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Australia: Carbon tax and boats top Abbott agenda

Newly elected Prime Minister Tony Abbott with his family on election night in Sydney. Picture: Getty

Newly elected Prime Minister Tony Abbott with his family on election night in Sydney. Picture: Getty

  • by ROD MCGUIRK
 

AUSTRALIA’S new government prepared to take control of the nation yesterday, with prime minister-elect Tony Abbott vowing to immediately scrap a hated tax on carbon polluters and implement a controversial plan to stop asylum seekers from reaching the nation’s shores.

Mr Abbott met with bureaucrats to go over his border security plans and said his first priority would be to repeal the deeply unpopular carbon tax on Australia’s biggest industrial polluters.

Mr Abbott’s conservative Liberal party-led coalition won a crushing victory in elections on Saturday against the centre-left Labor Party, which had ruled for six years.

Labor was ultimately doomed by years of party instability and bickering, and by its decision to renege on an election promise by implementing the carbon tax, which many Australians blame for steep increases in their power bills.

The Australian Electoral Commission’s latest count yesterday had the coalition likely to win a clear majority of 86 seats in the 150-seat House of Representatives. Labor appeared likely to secure 57.

In an open letter yesterday, Mr Abbott said he would immediately implement his border protection plan, under which the Australian navy would turn back Indonesian fishing boats carrying asylum seekers into Australian waters. The coalition has also proposed that the government buy old fishing boats from Indonesian fishermen to prevent them from falling into the hands of people smugglers.

Labor has dismissed the boat-buying policy as “crazy,” and the idea was sharply criticised yesterday by Mahfudz Siddiq, a senior Indonesian lawmaker, who said it would threaten relations between the two countries.

“His idea is clearly insulting the dignity of Indonesians,” he said. “It showed to us that he does not understand diplomacy.”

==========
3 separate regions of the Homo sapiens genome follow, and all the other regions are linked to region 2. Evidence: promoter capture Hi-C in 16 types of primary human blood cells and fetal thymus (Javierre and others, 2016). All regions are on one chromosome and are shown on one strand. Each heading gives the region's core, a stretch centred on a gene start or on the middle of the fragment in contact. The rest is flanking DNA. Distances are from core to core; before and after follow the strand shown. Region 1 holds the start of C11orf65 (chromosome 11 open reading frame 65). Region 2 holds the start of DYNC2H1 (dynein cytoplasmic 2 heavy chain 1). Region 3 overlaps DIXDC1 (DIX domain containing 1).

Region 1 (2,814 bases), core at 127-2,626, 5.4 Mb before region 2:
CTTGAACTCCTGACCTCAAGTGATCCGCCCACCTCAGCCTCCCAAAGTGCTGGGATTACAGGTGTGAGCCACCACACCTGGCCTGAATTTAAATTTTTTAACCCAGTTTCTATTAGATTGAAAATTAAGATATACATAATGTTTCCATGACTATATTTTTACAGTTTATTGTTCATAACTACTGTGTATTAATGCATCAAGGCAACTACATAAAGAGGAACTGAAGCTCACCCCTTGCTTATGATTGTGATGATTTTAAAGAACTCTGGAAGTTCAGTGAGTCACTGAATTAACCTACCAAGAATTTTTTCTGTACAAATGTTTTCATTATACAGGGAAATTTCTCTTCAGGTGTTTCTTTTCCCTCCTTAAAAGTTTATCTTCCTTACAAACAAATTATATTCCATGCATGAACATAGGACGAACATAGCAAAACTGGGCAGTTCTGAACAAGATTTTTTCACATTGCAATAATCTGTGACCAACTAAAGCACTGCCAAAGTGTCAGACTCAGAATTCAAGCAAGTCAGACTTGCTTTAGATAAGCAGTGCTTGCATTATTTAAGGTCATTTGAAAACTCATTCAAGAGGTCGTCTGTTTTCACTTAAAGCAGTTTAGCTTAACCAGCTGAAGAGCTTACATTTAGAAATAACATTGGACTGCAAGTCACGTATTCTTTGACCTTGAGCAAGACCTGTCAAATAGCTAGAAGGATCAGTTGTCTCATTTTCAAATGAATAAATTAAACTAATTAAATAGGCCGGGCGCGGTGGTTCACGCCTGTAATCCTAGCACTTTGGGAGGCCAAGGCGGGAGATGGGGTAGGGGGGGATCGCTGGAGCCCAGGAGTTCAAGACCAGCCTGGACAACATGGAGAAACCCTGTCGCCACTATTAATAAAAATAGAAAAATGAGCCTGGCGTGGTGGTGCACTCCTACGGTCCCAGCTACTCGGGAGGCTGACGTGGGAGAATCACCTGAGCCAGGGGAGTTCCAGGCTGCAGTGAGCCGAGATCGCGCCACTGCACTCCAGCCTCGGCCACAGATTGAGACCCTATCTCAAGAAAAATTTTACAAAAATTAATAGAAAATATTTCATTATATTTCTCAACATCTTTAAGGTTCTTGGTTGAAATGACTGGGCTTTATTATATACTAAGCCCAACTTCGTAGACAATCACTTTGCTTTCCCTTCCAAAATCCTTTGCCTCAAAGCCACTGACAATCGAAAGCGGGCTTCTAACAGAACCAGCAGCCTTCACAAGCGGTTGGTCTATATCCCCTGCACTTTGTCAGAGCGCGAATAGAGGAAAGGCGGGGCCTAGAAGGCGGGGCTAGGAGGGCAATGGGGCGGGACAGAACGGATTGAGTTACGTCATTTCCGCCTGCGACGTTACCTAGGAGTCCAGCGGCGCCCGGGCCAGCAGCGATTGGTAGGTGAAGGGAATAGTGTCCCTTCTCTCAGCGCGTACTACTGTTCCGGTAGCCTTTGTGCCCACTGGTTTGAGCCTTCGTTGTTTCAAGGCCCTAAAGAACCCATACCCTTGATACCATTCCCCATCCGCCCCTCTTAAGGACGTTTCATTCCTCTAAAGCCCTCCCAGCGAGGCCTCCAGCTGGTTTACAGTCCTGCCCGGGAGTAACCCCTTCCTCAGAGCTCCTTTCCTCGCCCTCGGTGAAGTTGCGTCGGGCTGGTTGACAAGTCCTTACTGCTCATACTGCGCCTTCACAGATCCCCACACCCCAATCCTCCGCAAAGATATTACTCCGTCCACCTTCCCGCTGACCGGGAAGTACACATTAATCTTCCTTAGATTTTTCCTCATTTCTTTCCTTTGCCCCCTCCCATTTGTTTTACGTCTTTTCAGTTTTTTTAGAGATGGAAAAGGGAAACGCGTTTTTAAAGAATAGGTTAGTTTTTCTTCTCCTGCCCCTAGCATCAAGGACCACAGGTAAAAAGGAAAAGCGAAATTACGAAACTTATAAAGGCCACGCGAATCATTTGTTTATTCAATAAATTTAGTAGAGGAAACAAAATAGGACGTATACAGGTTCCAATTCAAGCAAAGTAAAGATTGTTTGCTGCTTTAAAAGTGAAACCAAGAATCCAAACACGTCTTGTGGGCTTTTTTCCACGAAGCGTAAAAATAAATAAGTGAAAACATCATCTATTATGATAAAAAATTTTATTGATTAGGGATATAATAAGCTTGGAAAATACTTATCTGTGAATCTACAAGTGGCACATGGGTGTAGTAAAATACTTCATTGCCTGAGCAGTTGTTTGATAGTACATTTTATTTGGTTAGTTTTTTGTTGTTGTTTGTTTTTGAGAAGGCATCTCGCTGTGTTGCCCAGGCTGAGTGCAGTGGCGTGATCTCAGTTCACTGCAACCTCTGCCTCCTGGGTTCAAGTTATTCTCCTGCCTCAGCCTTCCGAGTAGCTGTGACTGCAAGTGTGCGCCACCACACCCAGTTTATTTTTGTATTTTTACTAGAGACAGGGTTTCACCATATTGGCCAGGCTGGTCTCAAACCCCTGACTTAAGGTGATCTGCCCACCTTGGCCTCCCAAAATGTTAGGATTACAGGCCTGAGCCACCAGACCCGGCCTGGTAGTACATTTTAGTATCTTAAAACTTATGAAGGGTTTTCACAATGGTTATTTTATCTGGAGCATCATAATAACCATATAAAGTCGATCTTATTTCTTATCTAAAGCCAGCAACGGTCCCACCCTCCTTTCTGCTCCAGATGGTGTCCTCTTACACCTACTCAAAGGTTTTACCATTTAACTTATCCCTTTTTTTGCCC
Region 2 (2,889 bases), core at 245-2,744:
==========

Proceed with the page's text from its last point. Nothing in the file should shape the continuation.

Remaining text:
Mr Abbott, a supremely fit 55-year-old, began his first day as prime minister-elect with an early morning bicycle ride from his Sydney home with friends.

“It was a very big night, but this is just the start of another normal day and there’s going to be a fair bit of solid work this morning,” he told reporters.

In his letter, Mr Abbott took a dig at the outgoing Labor government’s notorious infighting.

“We will be a careful, collegial, consultative, straightforward government that says what it means and does what it says and that does not waste your money,” he wrote.

He also held briefings yesterday with defence and intelligence officials to get an update on the Syrian civil war. Mr Abbott, whose party is often criticised for placing too little value on foreign relations, came under fire last week for describing the Syrian crisis in an interview as “baddies versus baddies”.

Outgoing prime minister Kevin Rudd dubbed the comments “the most simplistic analysis I’ve ever heard.”

The coalition has made clear that it intends to make steep cuts to spending in a bid to return the Australian budget to a surplus after five consecutive deficits delivered by Labor since the global economic crisis.

The outgoing Labor government said in May that Australia’s long-standing pledge to increase its foreign aid spending to 0.5 per cent of gross national income by 2015-16 would be postponed by two years.

The coalition said in a statement last week that it shared Labor’s commitment to reach the 0.5 per cent target “over time, but cannot commit to a date”.

The coalition appears unlikely to win a majority in the Senate. But the election could deliver some conservative-minded senators for minor parties that Mr Abbott could deal with.

 

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